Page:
A revved-up water cycle points to more severe weather

The water cycle is a term for how water evaporates from the ocean, forms clouds that deliver rain to the land, and how that rain returns to the sea flowing in streams or through the ground.

And now a new study predicts that, because of global warming, the water cycle is going the get a big boost.

That means that water will evaporate faster, the air will contain more humidity, and more rain will fall in some places.  Since water vapor drives weather, a stronger water cycle will produce more extreme weather--such as hurricanes and tornadoes.

But areas that are already dry, such as the southwestern US, are likely to become dryer.  Existing patterns of rainfall are going to be amplified.

A study published April 27 in Science (p. 405) found that the water cycle is going to increase much more than climate models have predicted.  The study analysed actual changes in evaporation and rainfall over the oceans from 1950 to 2000.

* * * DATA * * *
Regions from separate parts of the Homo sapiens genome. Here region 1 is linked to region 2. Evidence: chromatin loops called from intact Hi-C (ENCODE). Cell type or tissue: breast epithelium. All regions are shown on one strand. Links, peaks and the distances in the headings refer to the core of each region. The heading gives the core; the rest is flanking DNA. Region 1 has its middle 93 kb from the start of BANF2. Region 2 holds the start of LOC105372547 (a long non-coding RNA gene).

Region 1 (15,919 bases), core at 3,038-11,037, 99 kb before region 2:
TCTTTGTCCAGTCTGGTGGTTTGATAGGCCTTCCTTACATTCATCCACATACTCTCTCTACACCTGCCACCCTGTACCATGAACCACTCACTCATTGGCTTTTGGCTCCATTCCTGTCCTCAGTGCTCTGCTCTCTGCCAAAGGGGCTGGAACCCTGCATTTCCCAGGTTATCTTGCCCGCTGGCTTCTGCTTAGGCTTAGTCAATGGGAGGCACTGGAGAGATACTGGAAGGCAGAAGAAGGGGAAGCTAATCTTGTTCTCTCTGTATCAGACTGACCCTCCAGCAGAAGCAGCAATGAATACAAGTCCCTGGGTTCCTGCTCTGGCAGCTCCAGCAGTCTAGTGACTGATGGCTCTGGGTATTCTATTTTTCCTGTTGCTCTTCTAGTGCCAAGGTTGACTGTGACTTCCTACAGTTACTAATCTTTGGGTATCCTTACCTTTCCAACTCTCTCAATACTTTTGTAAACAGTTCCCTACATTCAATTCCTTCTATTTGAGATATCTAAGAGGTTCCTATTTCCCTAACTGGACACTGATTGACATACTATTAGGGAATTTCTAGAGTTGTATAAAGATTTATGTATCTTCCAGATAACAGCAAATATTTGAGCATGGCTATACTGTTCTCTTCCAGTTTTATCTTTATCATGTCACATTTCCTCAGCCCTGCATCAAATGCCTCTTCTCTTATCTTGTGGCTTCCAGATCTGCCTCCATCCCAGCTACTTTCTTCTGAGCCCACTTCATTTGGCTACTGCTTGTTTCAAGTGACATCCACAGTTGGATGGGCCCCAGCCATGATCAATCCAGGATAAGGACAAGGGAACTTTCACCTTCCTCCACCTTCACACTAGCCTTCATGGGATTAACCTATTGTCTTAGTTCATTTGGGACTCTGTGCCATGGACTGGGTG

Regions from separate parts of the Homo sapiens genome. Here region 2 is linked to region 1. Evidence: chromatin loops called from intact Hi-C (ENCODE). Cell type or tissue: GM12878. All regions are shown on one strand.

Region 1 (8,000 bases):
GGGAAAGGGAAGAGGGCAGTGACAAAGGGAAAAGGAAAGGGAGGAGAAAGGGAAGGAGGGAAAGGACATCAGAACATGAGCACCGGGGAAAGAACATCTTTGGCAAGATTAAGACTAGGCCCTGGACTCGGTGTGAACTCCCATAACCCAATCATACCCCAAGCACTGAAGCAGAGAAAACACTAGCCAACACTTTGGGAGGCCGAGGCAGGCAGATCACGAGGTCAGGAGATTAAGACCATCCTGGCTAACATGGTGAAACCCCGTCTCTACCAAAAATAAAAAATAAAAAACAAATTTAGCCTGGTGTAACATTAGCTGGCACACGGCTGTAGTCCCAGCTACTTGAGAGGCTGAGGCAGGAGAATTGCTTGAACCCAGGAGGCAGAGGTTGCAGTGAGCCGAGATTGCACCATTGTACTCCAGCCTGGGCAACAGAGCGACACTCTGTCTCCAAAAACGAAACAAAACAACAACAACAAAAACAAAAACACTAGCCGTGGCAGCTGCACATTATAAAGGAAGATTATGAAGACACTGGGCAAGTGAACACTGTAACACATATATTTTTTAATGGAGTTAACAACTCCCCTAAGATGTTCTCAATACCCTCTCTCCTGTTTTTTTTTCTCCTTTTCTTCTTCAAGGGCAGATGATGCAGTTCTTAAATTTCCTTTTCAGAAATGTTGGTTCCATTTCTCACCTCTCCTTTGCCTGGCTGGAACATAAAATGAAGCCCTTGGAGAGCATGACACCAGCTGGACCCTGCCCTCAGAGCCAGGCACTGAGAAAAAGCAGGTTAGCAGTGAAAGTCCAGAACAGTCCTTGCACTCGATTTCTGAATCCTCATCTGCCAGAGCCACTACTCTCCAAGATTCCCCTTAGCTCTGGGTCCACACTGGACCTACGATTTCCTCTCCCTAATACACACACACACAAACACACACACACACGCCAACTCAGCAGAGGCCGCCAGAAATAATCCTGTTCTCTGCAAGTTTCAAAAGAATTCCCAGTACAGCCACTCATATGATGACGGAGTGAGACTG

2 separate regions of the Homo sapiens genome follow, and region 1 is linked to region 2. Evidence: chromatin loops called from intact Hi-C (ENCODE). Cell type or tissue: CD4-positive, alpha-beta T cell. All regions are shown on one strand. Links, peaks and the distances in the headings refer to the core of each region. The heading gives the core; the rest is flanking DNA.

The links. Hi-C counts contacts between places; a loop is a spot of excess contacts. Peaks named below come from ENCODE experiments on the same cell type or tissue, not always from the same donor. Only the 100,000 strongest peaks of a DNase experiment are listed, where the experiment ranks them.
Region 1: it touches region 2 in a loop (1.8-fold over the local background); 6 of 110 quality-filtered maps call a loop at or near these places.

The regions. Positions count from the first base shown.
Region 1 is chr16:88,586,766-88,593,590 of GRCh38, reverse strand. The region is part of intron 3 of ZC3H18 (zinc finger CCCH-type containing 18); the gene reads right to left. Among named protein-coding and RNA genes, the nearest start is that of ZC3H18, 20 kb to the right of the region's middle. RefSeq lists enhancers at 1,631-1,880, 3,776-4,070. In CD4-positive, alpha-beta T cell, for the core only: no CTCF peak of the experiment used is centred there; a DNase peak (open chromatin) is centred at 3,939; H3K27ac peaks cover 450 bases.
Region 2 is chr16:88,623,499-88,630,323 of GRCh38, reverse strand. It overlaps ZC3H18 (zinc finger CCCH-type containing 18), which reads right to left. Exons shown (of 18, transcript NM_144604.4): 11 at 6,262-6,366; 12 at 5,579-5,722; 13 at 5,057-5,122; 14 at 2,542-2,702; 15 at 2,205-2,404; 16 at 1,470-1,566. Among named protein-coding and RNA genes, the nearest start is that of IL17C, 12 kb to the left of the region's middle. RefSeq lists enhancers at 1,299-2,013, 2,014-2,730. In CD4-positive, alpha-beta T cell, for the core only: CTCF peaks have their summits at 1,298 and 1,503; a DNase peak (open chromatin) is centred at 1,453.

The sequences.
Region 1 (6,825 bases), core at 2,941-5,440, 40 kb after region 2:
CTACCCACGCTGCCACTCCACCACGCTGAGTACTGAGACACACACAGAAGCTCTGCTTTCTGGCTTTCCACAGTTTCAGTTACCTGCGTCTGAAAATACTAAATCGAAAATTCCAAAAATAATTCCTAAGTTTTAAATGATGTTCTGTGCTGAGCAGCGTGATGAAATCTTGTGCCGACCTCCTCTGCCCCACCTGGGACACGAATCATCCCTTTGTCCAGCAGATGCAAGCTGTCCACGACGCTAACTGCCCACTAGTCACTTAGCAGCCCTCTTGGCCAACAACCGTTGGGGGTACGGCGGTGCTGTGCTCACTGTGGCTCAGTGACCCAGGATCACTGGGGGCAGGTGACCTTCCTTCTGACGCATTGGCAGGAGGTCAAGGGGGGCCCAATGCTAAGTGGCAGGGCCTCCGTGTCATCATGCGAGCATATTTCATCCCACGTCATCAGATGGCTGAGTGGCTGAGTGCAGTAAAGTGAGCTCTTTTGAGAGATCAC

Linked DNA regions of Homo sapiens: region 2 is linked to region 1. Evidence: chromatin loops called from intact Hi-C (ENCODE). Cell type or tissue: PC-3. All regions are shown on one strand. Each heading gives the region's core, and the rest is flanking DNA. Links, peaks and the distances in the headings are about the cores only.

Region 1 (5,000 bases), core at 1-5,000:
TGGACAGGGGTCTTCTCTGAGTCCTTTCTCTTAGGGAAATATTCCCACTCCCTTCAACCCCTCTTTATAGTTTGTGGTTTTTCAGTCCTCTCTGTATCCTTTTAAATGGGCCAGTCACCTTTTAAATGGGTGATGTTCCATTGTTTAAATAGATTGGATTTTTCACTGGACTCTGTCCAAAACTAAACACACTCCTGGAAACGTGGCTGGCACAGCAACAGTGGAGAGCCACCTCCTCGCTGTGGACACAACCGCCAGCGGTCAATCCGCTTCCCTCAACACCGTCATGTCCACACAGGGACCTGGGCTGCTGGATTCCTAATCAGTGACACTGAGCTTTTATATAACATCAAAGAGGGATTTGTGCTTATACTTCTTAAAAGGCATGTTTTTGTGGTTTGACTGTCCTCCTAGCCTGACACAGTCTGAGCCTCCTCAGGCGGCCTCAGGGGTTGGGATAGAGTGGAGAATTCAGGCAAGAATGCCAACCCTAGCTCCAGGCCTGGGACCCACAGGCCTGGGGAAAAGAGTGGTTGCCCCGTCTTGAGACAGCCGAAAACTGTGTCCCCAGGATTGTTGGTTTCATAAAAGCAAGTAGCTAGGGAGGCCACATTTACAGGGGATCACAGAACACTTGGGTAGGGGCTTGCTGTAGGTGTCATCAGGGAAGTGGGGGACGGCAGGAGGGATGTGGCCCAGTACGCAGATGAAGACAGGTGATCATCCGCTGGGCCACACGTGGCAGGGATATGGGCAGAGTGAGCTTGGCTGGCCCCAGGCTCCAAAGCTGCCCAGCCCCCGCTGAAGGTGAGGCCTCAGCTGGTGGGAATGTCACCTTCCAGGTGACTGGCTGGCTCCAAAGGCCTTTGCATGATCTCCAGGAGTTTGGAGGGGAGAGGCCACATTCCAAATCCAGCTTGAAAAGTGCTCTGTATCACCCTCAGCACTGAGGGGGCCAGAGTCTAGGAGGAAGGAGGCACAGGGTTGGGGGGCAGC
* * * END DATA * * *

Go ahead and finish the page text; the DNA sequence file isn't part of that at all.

While the ocean surface warmed by 0.5 C during that time, the water cycle sped up by about 4%.

"If the world warms 2 to 3 degrees C by the end of the century, as currently projected,... the water cycle will accelerate 16% to 24%...,"  according to Science.

For Madison, this suggests more intense flooding.  Measures for handling stormwater will have to be beefed up, hopefully with the addition of more green infrastructure.  Erosion control procedures will have to improve, to cope with more intense rainfall.

No comments:

Post a Comment

Please feel free to comment on the article above, or on other watershed issues.